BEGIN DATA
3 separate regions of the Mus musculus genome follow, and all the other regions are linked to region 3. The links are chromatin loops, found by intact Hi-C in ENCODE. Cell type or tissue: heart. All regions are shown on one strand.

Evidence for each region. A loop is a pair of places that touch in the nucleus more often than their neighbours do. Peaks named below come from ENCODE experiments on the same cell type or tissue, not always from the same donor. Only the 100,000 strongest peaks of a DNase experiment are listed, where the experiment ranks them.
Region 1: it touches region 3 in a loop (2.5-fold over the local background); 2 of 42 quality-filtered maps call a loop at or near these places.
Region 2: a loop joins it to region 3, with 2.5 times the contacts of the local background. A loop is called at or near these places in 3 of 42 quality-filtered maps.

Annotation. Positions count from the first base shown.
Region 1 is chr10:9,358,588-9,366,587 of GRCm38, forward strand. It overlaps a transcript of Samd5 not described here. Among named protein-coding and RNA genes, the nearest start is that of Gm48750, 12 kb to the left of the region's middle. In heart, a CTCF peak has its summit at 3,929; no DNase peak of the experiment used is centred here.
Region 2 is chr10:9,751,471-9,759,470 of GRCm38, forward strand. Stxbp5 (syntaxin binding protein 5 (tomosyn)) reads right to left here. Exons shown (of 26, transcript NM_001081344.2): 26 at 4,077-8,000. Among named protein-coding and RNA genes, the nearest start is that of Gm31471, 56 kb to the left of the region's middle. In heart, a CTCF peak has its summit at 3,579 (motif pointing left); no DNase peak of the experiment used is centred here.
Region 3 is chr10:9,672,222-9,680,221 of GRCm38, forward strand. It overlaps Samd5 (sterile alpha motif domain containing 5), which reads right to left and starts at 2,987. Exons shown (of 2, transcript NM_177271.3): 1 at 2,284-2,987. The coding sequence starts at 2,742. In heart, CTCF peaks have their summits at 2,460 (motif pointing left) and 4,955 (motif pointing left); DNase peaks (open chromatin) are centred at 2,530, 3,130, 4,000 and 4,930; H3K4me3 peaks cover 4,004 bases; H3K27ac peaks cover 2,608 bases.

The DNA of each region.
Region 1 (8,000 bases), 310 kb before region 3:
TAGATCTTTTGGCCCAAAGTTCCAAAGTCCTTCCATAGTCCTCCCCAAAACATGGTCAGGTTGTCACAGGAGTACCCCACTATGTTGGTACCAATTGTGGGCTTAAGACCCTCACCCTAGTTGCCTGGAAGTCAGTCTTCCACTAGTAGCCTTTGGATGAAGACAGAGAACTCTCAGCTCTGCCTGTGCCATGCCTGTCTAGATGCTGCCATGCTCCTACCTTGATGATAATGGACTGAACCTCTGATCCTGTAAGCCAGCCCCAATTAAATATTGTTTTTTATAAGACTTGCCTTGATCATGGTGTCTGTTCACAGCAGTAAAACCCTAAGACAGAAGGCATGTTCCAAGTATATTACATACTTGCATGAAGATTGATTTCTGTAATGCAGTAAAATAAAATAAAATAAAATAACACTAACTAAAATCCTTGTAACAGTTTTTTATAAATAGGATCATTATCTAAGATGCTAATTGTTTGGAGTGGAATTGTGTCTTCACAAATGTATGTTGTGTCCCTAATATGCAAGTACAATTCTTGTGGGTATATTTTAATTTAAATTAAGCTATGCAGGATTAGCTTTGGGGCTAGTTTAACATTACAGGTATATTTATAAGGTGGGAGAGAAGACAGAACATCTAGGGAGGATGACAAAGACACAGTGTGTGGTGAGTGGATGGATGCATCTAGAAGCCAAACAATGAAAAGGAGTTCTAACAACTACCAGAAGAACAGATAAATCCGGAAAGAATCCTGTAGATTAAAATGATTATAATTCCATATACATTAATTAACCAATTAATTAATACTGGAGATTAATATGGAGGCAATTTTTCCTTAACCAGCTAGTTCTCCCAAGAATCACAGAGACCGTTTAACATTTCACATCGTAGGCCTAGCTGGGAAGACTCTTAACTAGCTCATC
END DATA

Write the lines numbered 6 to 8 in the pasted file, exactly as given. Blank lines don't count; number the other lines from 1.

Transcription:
Region 1 is chr10:9,358,588-9,366,587 of GRCm38, forward strand. It overlaps a transcript of Samd5 not described here. Among named protein-coding and RNA genes, the nearest start is that of Gm48750, 12 kb to the left of the region's middle. In heart, a CTCF peak has its summit at 3,929; no DNase peak of the experiment used is centred here.
Region 2 is chr10:9,751,471-9,759,470 of GRCm38, forward strand. Stxbp5 (syntaxin binding protein 5 (tomosyn)) reads right to left here. Exons shown (of 26, transcript NM_001081344.2): 26 at 4,077-8,000. Among named protein-coding and RNA genes, the nearest start is that of Gm31471, 56 kb to the left of the region's middle. In heart, a CTCF peak has its summit at 3,579 (motif pointing left); no DNase peak of the experiment used is centred here.
Region 3 is chr10:9,672,222-9,680,221 of GRCm38, forward strand. It overlaps Samd5 (sterile alpha motif domain containing 5), which reads right to left and starts at 2,987. Exons shown (of 2, transcript NM_177271.3): 1 at 2,284-2,987. The coding sequence starts at 2,742. In heart, CTCF peaks have their summits at 2,460 (motif pointing left) and 4,955 (motif pointing left); DNase peaks (open chromatin) are centred at 2,530, 3,130, 4,000 and 4,930; H3K4me3 peaks cover 4,004 bases; H3K27ac peaks cover 2,608 bases.